My real life superpower

Outside of about a two week span in high school, I've never tried to hide the fact that I'm a nerd. Not just in the "Oh yeah, I read 27 think pieces about comics last week" way, but in a "Big Bang Theory isn't funny because physicists aren't represented well" kind of way.

These days, I stick to cocktails and reading a lot of sci-fi and fantasy. I'm an extroverted introvert, so I tend to prefer deep conversations to small talk. Bartending has helped partially overcome my aversion to small talk, and booze usually tends to lubricate the conversation (pun intended). Even four years in, I'm still trying to wrap my head around people wanting to hear about my nerd-dom.

And at cocktail parties and young professional events, that's my superpower. Not everyone likes reading the same things I do, but almost everyone has a favorite cocktail, mocktail, or flavor. Get on that topic, and I'm in my element.

Probably the greatest part of it is that cocktails are capital-c cool. People want to talk about what they like and dislike in food and drink, and love hearing how things fit together. Dive into the history of a spirit or cocktail? Your audience is usually captive.

My origin story thankfully doesn't begin with exposure to radiation or chemicals or science. When I started behind the bar, I spent almost all of my off-hours researching drinking history, lore, and recipes. I made dozens of flashcards to learn recipes for classic cocktails, and dove into it like I would have for a paper in college. My manager had provided links YouTube videos on bartending technique, and I practiced at home. When I was at work, I went through my flashcard deck of tasting notes as I tried new-to-me spirits, liqueurs, and tinctures.

No matter how far into it I got, customers at the bar wanted to hear about what I'd discovered. My friends were interested, and editors began accepting stories about the weirder aspects of drinking and bartending culture. Before, I had to rely on extensive web searches, tips from friends, or writing assignments to find topics to pitch, but in the bar world, everything was new and shiny and desirable.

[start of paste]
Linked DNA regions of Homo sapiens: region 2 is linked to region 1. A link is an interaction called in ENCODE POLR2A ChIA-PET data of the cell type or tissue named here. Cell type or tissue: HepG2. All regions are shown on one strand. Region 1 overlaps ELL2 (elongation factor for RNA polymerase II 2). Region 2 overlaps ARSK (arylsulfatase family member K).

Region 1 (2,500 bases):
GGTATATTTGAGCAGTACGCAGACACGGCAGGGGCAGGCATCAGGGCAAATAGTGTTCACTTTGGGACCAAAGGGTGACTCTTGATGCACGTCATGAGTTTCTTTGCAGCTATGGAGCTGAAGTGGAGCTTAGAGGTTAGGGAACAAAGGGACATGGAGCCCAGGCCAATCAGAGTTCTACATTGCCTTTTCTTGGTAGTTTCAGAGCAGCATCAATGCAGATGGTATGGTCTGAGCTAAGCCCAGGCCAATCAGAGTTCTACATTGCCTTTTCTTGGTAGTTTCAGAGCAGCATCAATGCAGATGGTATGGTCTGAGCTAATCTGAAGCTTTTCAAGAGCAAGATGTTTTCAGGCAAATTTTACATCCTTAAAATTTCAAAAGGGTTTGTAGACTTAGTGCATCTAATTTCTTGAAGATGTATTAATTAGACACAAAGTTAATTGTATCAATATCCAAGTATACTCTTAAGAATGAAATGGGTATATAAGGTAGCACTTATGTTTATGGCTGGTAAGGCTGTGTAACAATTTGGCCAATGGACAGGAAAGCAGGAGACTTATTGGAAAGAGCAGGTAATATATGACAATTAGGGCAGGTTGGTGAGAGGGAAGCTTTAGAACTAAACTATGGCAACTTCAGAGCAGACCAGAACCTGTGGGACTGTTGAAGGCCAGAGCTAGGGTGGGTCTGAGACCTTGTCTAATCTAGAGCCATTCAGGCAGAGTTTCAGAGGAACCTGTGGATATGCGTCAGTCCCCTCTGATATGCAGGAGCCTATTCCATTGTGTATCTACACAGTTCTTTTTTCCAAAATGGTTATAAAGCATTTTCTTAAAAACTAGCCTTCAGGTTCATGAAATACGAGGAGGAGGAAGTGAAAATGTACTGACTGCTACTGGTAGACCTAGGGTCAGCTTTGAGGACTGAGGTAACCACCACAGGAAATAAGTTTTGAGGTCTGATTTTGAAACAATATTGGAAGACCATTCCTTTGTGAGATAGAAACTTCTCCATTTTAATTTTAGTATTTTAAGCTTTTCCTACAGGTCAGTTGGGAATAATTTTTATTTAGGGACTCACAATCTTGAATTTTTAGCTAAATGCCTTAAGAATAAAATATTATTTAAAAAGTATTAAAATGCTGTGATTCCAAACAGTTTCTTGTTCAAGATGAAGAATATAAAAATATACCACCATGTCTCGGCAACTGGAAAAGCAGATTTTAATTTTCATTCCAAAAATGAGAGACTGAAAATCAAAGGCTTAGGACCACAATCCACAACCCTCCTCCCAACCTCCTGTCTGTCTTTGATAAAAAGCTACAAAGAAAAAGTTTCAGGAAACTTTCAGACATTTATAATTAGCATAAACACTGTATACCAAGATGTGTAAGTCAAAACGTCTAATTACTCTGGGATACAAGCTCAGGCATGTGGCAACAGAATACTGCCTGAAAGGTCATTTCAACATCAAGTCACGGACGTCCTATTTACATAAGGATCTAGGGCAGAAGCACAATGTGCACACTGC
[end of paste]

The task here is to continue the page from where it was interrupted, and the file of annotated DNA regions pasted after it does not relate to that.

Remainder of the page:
I'm still finding things that keep it fun, but the shine has worn off for me. Cocktails are a big part of what I do, and until I find the end to all of the topics I have in my pitch ideas notebook, I'll keep digging. Right now, it's tequila and modernist authors, but in the next week, I'll probably start developing cocktails to submit for the winter menu at Marble Ring.

And until the day the drinking trend moves back to sugar-laden, day-glo club drinks, cocktails will be my superpower. 

Want to claim a superpower of your own? Check out my online whiskey class! In 30 minutes, you'll zoom through nine videos and become a whiskey hero all your own.

Double post: Let's talk about The Media day 1

newY'all all know I'm addicted to NPR. You've probably guessed that I'm also a sucker for a beautifully written Washington Post, gut-wrenching Atlantic or quippy New Yorker column. But all of my media, including the most conservative channels got this election wrong. Not just a little wrong, bigly W-R-O-N-G. Or big league. Whatever. Some people place the failure on the proliferation of fake news sites like these. One writer for one of these outlets even went as far as to say "I think Donald Trump is in the White House because of me." Google and Facebook showed up a little bit late to the party, vowing to vet and monitor publishers' veracity a week after the election.

There are probably some of y'all out there saying "But Clair, you're a writer. You've written articles for The Media. You're part of it!" Yeah, well, I write about cocktails and I'm a fact-checker. That second part is what you should focus on: it means that I get to regularly pick apart articles to make sure that they're watertight. It, along with my physics background, means I really like numbers.

"But censorship!" you cry. When approximately 38 percent of the articles on these websites have been found by one survey to be a mixture of true and false or mostly false, it's damaging to the mere hope of any sort of civilized discourse. In comparison, the so-called mainstream media gets it right much, much more frequently, or about 90 percent of the time.

Here's the rub: It's likely that most people who read this post will be ideologically similar to me. It's conversations like this that must happen over the next four years. But with news sites like this on both sides of the aisle propagating what are literally different sets of facts, the talks are nearly impossible.

If you'd like to get a heads up when you're visiting a possible fake news site, download the Google Chrome extensions suggested here. To make things even cooler, another detector called FiB has been developed by college students and will hopefully be available very, very soon.

New Kid On The Block: Oak + Raleigh